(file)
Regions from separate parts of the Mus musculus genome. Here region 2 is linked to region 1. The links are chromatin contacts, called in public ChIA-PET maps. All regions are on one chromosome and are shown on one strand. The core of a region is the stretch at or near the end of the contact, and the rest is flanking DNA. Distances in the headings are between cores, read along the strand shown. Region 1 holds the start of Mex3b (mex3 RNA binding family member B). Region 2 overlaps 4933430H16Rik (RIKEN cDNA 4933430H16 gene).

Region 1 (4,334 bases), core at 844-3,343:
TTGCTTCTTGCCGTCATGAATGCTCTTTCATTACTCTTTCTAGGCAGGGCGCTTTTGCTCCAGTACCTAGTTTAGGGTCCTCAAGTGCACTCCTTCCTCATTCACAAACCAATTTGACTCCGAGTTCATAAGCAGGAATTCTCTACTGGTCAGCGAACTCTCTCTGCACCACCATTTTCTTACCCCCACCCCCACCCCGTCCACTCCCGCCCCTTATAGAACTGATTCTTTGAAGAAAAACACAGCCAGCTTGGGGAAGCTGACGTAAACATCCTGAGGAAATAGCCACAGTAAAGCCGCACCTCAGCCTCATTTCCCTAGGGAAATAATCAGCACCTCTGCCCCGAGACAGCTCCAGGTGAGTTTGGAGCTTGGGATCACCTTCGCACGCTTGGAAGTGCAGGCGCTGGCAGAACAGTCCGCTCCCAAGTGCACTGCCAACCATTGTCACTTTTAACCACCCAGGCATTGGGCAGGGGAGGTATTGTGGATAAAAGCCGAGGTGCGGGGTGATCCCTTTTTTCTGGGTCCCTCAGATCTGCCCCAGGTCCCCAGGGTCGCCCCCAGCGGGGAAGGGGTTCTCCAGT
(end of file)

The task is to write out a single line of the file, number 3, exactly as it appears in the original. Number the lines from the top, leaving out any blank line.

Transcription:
TTGCTTCTTGCCGTCATGAATGCTCTTTCATTACTCTTTCTAGGCAGGGCGCTTTTGCTCCAGTACCTAGTTTAGGGTCCTCAAGTGCACTCCTTCCTCATTCACAAACCAATTTGACTCCGAGTTCATAAGCAGGAATTCTCTACTGGTCAGCGAACTCTCTCTGCACCACCATTTTCTTACCCCCACCCCCACCCCGTCCACTCCCGCCCCTTATAGAACTGATTCTTTGAAGAAAAACACAGCCAGCTTGGGGAAGCTGACGTAAACATCCTGAGGAAATAGCCACAGTAAAGCCGCACCTCAGCCTCATTTCCCTAGGGAAATAATCAGCACCTCTGCCCCGAGACAGCTCCAGGTGAGTTTGGAGCTTGGGATCACCTTCGCACGCTTGGAAGTGCAGGCGCTGGCAGAACAGTCCGCTCCCAAGTGCACTGCCAACCATTGTCACTTTTAACCACCCAGGCATTGGGCAGGGGAGGTATTGTGGATAAAAGCCGAGGTGCGGGGTGATCCCTTTTTTCTGGGTCCCTCAGATCTGCCCCAGGTCCCCAGGGTCGCCCCCAGCGGGGAAGGGGTTCTCCAGT